I put on my favorite Christmas album (Christmas with the Rat Pack) and blast Dean Martin and Frank Sinatra through the house all day while we munch on homemade sugar covered cranberries and drink hot chocolate while we decorate with a fire burning in the fire place. The funny thing is that living in South Carolina about every other year it is 80 degrees and I still insist on the fire and the hot chocolate- even as I'm sweating in my tank top.
Well this year was no different and we piled in the car and headed to the tree farm. We easily picked out the downstairs tree but had a hard time finding a smaller tree for the playroom. All the trees were so big. We searched and searched and finally found the smallest tree on the farm (which was still about 5 ft tall). We cut it down, bagged it up, and headed home. We spent the rest of the afternoon decorating the big tree downstairs and thankfully this year it was cold enough to warrant my obligatory fire.
The kids were upset that we ran out of time to decorate their tree so I plopped them in front of a Christmas movie with some dinner and snuck upstairs to hang the lights on their tree.
Now I will say that the lights part is definitely my least favorite part of decorating the tree. The cuts and scrapes from the pine needles....ugh. I was steadily working with my sleeves pushed up and was about halfway through when my hands and arms began stinging. I tried to power through but it was just getting worse. This was not the normal stinging. This was intense and just kept getting worse. As I pulled my arms from the center of the tree I realized I had thorns imbedded in my hands, knuckles, and arms. About 150 thorns.
"WE BOUGHT A STICKER BUSH!" I panicked.
I quickly began pulling the thorns from my skin. As I pulled the last thorn out I looked up at my half lit Christmas tree and knew what had to be done. I pulled my sleeves down over my hands, gritted my teeth, and began to finish the tree. By the time I was done (and had to pull another 150 thorns out of my shirt) my hands were throbbing. I tried to wash them but this only made it worse. I then had the brilliant idea to try putting some lotion on it to "seal" the wounds I thought. Well, I may as well have just poured acid all over my hands as the burning/throbbing intensified. I was sure my skin would melt off as I frantically splashed water on my arms- to no avail.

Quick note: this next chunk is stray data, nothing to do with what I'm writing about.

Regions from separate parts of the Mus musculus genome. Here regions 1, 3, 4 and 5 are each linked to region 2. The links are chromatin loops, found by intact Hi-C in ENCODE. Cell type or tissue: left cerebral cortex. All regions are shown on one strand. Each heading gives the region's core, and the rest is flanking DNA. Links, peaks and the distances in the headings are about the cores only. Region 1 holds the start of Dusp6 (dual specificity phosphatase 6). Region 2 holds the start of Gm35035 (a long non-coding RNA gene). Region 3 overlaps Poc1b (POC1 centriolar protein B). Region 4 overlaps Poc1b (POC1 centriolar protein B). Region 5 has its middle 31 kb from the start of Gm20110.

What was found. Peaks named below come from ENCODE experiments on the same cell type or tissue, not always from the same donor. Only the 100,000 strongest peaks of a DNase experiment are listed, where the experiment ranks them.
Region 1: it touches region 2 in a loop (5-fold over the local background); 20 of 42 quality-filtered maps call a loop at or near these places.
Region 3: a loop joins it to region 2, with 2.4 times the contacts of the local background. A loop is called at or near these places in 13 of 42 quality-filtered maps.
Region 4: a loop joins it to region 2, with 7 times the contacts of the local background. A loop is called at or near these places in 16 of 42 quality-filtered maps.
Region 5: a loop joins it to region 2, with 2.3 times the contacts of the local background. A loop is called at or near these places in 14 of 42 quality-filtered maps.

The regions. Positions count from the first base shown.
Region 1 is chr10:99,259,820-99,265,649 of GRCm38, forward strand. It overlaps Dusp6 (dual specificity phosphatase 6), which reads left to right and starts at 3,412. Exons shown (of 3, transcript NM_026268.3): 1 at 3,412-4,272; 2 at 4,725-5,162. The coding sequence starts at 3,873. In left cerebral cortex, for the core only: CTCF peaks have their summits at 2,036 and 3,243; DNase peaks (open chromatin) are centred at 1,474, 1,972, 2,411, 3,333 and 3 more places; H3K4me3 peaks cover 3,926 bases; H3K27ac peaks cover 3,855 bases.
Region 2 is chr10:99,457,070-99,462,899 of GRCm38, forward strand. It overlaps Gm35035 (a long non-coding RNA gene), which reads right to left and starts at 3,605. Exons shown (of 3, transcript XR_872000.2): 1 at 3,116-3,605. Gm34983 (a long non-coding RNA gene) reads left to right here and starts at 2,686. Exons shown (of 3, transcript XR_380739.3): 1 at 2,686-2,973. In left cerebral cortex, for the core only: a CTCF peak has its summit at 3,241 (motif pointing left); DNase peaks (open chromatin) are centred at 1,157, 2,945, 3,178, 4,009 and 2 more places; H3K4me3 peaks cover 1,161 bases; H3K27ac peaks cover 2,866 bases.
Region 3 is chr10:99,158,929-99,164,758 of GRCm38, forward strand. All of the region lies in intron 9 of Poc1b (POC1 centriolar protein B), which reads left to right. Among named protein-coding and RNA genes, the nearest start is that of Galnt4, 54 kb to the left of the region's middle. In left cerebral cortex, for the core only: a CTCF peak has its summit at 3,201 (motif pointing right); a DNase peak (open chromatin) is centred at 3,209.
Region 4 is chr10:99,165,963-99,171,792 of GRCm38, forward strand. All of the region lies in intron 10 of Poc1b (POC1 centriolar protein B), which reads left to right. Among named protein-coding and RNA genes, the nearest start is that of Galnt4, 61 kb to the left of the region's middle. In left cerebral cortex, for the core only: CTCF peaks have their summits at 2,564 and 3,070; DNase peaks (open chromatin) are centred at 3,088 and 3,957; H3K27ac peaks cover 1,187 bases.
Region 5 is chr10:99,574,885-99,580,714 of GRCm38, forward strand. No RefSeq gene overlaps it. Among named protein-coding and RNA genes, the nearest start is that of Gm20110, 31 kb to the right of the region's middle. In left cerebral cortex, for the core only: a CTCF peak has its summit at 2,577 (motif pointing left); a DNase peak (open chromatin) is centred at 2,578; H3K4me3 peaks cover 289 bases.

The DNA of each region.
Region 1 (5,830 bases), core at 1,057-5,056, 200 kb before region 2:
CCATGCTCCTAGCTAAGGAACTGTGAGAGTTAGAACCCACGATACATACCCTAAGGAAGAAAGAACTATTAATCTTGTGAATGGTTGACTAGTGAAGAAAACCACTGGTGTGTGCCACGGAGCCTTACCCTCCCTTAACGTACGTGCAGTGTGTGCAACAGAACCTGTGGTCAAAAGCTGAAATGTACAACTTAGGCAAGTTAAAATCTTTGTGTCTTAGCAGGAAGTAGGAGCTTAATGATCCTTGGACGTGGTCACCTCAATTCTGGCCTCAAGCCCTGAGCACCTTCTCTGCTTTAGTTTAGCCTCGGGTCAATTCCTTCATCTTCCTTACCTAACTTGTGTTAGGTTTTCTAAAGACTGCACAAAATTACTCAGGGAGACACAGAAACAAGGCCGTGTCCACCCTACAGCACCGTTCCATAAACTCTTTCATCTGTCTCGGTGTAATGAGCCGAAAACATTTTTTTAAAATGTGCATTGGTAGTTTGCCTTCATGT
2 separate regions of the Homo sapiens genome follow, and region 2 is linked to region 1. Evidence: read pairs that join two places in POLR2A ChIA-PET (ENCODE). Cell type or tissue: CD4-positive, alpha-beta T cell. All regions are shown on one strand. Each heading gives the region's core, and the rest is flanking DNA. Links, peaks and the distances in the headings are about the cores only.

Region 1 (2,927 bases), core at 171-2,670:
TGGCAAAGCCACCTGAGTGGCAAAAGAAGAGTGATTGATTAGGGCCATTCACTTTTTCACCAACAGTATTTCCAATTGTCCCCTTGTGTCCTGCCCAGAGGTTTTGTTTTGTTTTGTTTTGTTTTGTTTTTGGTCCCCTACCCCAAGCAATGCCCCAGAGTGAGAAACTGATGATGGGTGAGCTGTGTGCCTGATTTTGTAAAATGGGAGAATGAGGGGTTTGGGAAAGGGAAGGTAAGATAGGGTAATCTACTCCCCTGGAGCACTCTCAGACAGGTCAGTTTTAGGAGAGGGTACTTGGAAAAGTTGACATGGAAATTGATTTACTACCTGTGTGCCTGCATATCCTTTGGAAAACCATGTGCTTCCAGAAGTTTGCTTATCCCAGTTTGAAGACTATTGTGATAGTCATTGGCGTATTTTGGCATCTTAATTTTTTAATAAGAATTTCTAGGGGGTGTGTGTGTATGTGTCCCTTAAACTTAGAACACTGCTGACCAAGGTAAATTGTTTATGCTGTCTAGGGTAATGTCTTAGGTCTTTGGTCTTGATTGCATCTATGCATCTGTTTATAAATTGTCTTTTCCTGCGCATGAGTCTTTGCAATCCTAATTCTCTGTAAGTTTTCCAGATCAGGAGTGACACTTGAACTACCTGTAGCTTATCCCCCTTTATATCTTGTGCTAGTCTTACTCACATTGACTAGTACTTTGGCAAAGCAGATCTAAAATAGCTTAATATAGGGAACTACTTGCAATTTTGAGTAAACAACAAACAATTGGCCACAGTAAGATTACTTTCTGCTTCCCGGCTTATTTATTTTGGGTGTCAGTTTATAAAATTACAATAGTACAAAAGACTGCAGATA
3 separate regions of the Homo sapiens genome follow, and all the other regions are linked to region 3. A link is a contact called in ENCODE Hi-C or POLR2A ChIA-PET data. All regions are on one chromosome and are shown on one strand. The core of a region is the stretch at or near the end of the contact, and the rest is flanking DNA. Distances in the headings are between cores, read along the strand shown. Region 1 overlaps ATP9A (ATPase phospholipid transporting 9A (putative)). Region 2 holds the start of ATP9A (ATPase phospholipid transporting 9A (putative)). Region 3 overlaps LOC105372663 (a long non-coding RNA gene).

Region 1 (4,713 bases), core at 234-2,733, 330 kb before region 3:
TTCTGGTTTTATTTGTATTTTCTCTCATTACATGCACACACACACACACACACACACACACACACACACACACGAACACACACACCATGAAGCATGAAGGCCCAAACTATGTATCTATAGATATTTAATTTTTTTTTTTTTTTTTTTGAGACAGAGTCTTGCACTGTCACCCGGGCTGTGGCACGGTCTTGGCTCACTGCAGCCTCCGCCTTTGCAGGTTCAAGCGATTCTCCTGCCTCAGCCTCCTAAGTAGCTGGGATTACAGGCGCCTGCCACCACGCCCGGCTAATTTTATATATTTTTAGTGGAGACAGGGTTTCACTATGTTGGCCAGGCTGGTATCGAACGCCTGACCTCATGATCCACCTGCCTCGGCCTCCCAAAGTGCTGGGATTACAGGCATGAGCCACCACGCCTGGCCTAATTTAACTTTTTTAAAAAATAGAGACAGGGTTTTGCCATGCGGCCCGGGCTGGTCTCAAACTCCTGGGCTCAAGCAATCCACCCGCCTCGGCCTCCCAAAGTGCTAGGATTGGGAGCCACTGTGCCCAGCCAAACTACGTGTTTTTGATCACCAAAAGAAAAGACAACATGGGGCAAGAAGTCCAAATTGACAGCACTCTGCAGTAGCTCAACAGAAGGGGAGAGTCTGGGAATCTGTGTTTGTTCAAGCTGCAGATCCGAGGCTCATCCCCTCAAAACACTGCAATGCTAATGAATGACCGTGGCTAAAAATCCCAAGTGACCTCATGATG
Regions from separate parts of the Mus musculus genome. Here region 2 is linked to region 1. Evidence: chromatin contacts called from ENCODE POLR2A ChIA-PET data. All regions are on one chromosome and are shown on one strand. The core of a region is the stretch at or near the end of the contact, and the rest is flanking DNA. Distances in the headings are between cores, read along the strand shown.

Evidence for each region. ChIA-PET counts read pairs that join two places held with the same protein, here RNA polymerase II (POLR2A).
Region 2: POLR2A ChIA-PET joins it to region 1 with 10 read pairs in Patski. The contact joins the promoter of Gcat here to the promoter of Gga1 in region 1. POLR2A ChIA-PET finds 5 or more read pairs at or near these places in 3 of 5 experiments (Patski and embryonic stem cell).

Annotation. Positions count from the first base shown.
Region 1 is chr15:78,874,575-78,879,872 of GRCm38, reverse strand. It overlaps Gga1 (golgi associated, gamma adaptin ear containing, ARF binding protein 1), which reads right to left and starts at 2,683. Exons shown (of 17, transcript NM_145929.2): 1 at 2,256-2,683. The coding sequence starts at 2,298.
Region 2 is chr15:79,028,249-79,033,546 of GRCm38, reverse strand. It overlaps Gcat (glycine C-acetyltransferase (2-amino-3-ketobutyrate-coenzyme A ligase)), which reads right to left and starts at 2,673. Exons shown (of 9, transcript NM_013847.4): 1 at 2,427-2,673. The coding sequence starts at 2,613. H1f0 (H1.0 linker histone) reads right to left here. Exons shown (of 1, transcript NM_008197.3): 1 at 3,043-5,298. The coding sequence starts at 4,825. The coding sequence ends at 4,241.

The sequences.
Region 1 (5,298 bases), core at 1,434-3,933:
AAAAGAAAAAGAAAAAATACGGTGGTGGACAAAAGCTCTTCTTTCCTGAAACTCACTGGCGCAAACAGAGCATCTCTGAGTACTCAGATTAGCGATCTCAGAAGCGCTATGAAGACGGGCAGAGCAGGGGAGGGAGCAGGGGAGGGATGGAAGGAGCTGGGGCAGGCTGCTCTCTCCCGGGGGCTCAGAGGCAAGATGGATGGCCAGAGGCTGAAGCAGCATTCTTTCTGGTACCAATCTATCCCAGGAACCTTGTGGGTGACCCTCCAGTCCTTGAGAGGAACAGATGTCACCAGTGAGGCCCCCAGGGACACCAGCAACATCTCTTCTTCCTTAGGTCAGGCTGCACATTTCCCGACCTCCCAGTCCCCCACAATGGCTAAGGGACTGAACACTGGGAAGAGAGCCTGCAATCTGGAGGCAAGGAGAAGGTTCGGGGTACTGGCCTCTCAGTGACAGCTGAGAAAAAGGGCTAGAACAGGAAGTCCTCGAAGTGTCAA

That night every time I moved my hands I was awakened by the excruciating pain. Even the slightest twitch of a finger would jolt me awake to 20 minutes of throbbing. When morning finally came I dragged myself into the bathroom and as I flipped on the lights I looked down to see my hands, knuckles, and arms covered in huge swollen pus-filled blisters. My right hand was so swollen I couldn't bend my fingers and both arms were still throbbing.
That night I took a deep breath as the children and I slowly walked up the stairs. We stood in the playroom looking at the lit but naked tree. I steeled myself against the pain, picked up an orange glitter covered fish, and hung it on the tree. With each ornament RJ hung on the tree she would shriek with pain.
"IT HURTS MOMMY IT HURTS!" She cried.
"KEEP GOING! WE'RE ALMOST DONE." I urged her.
Halfway through the box of ornaments she looked at me with tears in her eyes.
"I DON'T WANT TO DO IT ANYMORE MOMMY!"
"Ok," I sighed. "I'll finish it myself."
This is a picture of one of my knuckles on day 4.
Merry Christmas everyone.